If you have a lot of cold or rainy weather, you may want to consider evacuated tubes for your collector as they cut down on outside temperature influences – a major factor in the winter. Only the sun’s energy will impact the temperature of the water or coolant in your collector this heater

By No machine-readable author provided. David.Monniaux assumed (based on copyright claims). [GFDL, CC-BY-SA-3.0 or CC BY-SA 2.5], via Wikimedia Commons

Storage Tanks

A solar storage tank acts as the transitional device between the collectors and your water heater. If you use a closed loop system, the water will be heated in the storage tank by a series of coiled pipes that come from your collector. If you use an open loop system, the water will be pumped directly to the solar collectors for heating and then returned to the hot water tank to be used.

Water Heater

This isn’t necessary in an open loop system that is completely disconnected from the grid, but it is highly recommended because you never know when you’ll lose the sun or need some extra hot water. A backup hot water heater will remain in service, only producing hot water when your solar tank runs empty or the thermostat drops too low on the current supply. You can link them up so that hot water from you solar collector goes directly to the hot water heater and then back to your household supply.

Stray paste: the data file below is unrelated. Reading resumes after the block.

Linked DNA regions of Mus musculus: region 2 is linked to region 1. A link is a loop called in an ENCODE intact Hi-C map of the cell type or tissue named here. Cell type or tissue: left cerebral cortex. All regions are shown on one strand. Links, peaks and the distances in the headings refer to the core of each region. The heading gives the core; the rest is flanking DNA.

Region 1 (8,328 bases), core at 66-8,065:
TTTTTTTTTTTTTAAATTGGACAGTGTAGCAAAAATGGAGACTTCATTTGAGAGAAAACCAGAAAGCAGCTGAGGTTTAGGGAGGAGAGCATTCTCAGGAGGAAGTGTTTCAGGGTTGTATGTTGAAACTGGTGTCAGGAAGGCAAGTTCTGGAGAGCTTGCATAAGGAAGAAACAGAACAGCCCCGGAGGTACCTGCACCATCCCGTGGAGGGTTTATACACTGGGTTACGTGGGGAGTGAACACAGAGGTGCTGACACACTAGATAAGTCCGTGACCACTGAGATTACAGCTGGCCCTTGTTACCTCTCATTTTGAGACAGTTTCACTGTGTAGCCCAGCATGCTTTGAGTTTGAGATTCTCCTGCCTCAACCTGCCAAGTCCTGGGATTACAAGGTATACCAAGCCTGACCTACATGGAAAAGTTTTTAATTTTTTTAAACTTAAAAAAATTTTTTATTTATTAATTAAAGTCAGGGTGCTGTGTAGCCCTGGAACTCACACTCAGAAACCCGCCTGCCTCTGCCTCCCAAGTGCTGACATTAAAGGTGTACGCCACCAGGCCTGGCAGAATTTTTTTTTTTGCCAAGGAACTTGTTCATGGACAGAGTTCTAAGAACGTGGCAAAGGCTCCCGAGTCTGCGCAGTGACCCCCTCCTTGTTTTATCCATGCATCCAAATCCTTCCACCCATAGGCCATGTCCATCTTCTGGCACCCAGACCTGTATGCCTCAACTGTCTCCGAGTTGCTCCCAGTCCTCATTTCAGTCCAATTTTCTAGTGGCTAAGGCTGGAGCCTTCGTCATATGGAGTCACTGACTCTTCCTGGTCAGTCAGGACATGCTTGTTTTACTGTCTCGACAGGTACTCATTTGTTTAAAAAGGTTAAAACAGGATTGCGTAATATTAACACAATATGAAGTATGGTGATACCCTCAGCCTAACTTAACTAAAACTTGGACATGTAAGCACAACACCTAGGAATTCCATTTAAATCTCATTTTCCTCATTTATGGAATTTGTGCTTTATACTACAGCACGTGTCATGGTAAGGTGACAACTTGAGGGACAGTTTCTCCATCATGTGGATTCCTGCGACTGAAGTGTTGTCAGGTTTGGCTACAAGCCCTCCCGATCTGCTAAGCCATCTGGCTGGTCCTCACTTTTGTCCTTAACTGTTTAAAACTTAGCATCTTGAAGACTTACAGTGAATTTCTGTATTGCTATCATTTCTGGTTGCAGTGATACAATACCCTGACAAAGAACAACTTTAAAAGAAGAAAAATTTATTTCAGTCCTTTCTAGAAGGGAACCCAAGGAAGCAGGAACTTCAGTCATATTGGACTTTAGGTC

Water Pumps

You’ll only need a water pump if you opt for an active system that requires the transfer of coolant or water from your solar collector to a separate tank and then to the hot water heater. You’ll rarely have to worry about your pump once as they last for 10–20 years and can be powered by any power source in your home – solar or grid-based.

Heat Exchanger

If you have a closed loop system, you’ll netubular heat exchangered a heat exchanger to transfer heat from the solar collector to your cold water supply. This is usually done by running coolant through a series of pipes and back to a solar tank or the hot water heater. Another alternative is to have a pipe wrapped around another pipe, transferring heat to your fresh water as it is transferred to the faucet or bathroom.